Prime Minister Churchill to President Truman
Anthony and I are looking forward to our visit to Washington.
We shall arrive by the “Queen Mary” on January 3 and would like to dine quietly at the Embassy that night. If convenient I could call upon you on the 4th. Although I am bringing two of my colleagues besides the Foreign Secretary, namely Lord Ismay and Lord Cherwell, and two out of the three Chiefs of Staff, namely the Chief of the Imperial General Staff and the First Sea Lord, I have not contemplated a pre-arranged series of conferences. We are drawing up a list of general topics for your consideration. I thought we would stay a week or so in Washington and make such contacts as were agreeable to you and to your officers. My wish and object is [Page 705] that we should reach a good understanding of each other’s point of view over the whole field, so that we can work together easily and intimately at the different levels as we used to do. Anthony has already had many good talks with Dean Acheson. I have not yet met Mr. Lovett nor have I seen Mr. Snyder for several years. (I hope it may be possible to arrange a few informal meetings or meals some of which I should be glad to have at the Embassy if you think well.) Before leaving England I shall, on December 22, make a broadcast about “the state of the Nation”, and in this I shall discount beforehand any exaggerated hopes which may be attached to our meetings and put it in its right position as the renewal of close confidential ties between those who are resolved to serve the same great causes.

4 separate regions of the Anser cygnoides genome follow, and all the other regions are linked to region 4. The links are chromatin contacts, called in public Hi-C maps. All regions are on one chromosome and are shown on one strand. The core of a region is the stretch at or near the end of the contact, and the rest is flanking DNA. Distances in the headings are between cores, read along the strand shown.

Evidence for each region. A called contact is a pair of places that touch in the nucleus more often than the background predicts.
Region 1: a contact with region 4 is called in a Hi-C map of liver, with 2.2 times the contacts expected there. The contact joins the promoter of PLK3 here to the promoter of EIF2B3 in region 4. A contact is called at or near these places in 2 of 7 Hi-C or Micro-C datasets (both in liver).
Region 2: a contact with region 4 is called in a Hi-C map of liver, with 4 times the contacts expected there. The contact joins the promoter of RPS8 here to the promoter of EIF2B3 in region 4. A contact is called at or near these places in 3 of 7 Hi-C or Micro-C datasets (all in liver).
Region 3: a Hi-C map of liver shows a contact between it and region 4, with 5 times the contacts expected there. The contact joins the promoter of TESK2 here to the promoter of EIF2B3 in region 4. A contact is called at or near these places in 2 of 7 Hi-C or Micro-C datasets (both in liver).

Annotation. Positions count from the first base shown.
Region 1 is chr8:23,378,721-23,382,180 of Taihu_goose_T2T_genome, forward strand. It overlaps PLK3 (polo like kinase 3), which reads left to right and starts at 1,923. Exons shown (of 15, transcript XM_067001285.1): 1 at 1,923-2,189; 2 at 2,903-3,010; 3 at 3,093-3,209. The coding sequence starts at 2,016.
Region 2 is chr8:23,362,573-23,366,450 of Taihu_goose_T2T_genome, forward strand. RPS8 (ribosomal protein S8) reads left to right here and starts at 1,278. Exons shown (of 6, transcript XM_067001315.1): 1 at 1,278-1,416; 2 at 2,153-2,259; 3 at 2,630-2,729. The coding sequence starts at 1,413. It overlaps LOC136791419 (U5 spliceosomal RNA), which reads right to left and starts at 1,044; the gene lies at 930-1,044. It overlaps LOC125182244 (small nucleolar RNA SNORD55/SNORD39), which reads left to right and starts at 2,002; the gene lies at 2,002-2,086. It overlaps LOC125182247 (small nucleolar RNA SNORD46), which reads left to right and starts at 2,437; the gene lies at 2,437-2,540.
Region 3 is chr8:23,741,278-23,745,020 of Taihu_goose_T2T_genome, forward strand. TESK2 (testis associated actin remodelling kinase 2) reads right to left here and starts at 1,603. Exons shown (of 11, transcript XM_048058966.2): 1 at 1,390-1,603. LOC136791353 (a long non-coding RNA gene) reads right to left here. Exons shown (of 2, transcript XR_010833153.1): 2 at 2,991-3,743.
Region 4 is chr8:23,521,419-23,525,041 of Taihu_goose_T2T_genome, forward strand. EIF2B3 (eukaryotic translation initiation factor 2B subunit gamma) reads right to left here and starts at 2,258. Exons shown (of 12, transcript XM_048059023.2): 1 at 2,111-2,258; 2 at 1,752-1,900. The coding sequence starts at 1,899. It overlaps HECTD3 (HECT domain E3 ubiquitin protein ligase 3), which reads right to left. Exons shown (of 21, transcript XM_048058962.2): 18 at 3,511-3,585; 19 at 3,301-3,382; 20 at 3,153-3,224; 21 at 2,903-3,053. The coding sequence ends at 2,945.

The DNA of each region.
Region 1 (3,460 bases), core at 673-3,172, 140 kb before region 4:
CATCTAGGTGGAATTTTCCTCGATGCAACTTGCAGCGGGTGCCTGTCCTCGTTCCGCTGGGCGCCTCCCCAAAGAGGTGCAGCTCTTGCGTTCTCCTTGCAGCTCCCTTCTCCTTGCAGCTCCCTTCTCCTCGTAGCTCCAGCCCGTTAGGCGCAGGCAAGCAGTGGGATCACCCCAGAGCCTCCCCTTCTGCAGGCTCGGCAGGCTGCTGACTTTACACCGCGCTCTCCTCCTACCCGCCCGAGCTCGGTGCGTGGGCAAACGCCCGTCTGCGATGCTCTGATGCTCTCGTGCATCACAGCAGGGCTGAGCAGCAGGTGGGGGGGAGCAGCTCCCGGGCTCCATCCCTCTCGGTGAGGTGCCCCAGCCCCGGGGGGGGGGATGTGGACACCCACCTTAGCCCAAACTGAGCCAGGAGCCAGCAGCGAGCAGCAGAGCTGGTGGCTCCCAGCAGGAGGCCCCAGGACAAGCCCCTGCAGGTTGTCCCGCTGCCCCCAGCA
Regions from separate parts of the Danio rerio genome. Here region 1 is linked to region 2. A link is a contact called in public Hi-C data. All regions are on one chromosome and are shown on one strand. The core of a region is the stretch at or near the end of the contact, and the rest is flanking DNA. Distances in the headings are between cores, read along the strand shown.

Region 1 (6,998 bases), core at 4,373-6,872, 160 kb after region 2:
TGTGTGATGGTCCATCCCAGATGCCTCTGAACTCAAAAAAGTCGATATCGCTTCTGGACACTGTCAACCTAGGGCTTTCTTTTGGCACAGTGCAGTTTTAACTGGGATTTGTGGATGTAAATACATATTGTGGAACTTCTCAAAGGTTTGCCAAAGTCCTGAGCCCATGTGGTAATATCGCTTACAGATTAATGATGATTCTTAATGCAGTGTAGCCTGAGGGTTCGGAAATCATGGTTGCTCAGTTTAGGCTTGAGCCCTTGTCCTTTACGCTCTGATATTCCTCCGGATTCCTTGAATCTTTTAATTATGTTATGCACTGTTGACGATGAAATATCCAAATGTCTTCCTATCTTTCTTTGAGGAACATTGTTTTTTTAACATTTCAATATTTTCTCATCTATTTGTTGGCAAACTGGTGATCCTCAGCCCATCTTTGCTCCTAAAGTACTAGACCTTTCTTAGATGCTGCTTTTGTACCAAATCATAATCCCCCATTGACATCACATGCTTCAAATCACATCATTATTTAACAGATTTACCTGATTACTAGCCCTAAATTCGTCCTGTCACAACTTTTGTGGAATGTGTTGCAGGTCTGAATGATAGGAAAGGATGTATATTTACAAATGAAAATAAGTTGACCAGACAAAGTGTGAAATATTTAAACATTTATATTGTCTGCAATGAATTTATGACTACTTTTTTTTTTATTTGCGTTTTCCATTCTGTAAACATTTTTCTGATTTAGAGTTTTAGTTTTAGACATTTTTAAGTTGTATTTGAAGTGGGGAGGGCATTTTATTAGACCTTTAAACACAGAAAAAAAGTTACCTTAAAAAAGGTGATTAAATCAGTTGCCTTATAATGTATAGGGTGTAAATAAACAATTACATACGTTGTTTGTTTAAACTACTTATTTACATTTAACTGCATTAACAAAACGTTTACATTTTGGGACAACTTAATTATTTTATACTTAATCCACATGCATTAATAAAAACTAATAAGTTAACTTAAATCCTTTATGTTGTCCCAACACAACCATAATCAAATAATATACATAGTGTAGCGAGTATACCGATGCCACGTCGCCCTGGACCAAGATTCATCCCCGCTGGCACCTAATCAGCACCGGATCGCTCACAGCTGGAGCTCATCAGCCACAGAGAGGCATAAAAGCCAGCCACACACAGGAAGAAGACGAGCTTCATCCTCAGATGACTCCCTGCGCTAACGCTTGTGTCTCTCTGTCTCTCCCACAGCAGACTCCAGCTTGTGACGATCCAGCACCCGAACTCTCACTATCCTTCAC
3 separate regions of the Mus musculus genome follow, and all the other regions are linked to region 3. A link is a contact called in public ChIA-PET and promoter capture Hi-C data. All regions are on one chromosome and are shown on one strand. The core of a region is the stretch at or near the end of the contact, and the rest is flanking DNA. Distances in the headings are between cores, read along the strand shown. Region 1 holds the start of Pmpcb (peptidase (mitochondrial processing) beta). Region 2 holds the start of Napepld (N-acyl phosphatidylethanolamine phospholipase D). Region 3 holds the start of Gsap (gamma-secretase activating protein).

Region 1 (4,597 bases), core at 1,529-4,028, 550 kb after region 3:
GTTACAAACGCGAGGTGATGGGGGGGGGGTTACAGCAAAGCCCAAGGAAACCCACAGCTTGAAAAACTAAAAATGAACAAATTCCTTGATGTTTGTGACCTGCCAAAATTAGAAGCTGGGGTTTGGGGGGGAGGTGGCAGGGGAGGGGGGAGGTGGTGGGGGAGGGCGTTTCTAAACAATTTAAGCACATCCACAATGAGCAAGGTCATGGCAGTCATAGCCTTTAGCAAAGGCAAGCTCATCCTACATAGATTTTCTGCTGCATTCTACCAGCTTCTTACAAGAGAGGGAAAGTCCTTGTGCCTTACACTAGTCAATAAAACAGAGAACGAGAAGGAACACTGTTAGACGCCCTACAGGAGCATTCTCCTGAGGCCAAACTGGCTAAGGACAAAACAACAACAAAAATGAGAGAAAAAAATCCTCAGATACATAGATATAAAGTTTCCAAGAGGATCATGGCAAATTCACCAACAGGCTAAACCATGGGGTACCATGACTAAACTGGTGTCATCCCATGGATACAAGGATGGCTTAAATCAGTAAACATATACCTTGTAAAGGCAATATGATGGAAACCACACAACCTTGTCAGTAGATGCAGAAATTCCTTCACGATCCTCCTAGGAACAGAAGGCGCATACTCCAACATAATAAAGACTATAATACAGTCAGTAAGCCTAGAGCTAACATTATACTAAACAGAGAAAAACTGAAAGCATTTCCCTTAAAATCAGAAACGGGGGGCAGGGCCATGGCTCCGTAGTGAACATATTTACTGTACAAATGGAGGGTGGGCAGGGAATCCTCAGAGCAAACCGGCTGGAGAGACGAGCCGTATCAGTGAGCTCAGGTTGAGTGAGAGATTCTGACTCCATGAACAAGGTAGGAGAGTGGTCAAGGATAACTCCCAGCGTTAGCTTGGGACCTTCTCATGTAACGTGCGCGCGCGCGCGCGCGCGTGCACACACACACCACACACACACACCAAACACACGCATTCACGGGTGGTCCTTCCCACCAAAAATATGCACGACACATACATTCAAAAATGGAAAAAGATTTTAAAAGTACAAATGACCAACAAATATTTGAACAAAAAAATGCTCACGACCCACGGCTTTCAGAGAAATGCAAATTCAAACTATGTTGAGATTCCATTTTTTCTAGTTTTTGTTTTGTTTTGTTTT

After leaving Washington I shall stay a couple of days in New York with Bernie.2 The only public engagement I have in mind is perhaps to address the Order of Cincinnati, of whom I am a member, at Rochester, New York, where my grandfather lived and began his career, but I have made no promises or fixtures. After New York I go to Ottawa and shall probably fly home from there.
I thought you would like me to let you know the way I was looking at my visit and I should be grateful if you would give me your reactions. Above all, I do not want to add to your burdens, knowing well what they must be.
- The source text bears the typewritten notation “Private and Personal Message from Prime Minister to President Truman, dated 10th December 1951.” A handwritten note on the source text indicates that a copy of this message was transmitted to the White House on Dec. 12.↩
- Bernard M. Baruch, American economist and former government official.↩